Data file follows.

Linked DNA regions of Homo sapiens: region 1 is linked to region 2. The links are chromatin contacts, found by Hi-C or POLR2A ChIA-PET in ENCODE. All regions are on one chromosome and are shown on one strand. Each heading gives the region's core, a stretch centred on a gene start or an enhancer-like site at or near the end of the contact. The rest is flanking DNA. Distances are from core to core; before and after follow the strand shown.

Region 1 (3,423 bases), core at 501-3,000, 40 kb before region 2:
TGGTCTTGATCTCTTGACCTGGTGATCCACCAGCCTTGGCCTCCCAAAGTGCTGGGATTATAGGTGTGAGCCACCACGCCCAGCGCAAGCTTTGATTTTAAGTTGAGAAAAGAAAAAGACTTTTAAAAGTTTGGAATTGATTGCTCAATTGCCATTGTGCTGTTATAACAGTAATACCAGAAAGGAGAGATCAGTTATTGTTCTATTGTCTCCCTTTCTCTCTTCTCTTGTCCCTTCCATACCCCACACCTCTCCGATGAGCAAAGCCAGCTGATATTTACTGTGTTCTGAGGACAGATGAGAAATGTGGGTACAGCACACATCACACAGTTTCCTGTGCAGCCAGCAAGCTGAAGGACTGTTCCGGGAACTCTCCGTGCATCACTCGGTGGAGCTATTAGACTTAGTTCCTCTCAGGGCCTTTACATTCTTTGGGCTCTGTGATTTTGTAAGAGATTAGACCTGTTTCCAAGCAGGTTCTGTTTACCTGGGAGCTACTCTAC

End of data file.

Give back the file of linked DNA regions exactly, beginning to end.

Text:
Linked DNA regions of Homo sapiens: region 1 is linked to region 2. The links are chromatin contacts, found by Hi-C or POLR2A ChIA-PET in ENCODE. All regions are on one chromosome and are shown on one strand. Each heading gives the region's core, a stretch centred on a gene start or an enhancer-like site at or near the end of the contact. The rest is flanking DNA. Distances are from core to core; before and after follow the strand shown.

Region 1 (3,423 bases), core at 501-3,000, 40 kb before region 2:
TGGTCTTGATCTCTTGACCTGGTGATCCACCAGCCTTGGCCTCCCAAAGTGCTGGGATTATAGGTGTGAGCCACCACGCCCAGCGCAAGCTTTGATTTTAAGTTGAGAAAAGAAAAAGACTTTTAAAAGTTTGGAATTGATTGCTCAATTGCCATTGTGCTGTTATAACAGTAATACCAGAAAGGAGAGATCAGTTATTGTTCTATTGTCTCCCTTTCTCTCTTCTCTTGTCCCTTCCATACCCCACACCTCTCCGATGAGCAAAGCCAGCTGATATTTACTGTGTTCTGAGGACAGATGAGAAATGTGGGTACAGCACACATCACACAGTTTCCTGTGCAGCCAGCAAGCTGAAGGACTGTTCCGGGAACTCTCCGTGCATCACTCGGTGGAGCTATTAGACTTAGTTCCTCTCAGGGCCTTTACATTCTTTGGGCTCTGTGATTTTGTAAGAGATTAGACCTGTTTCCAAGCAGGTTCTGTTTACCTGGGAGCTACTCTAC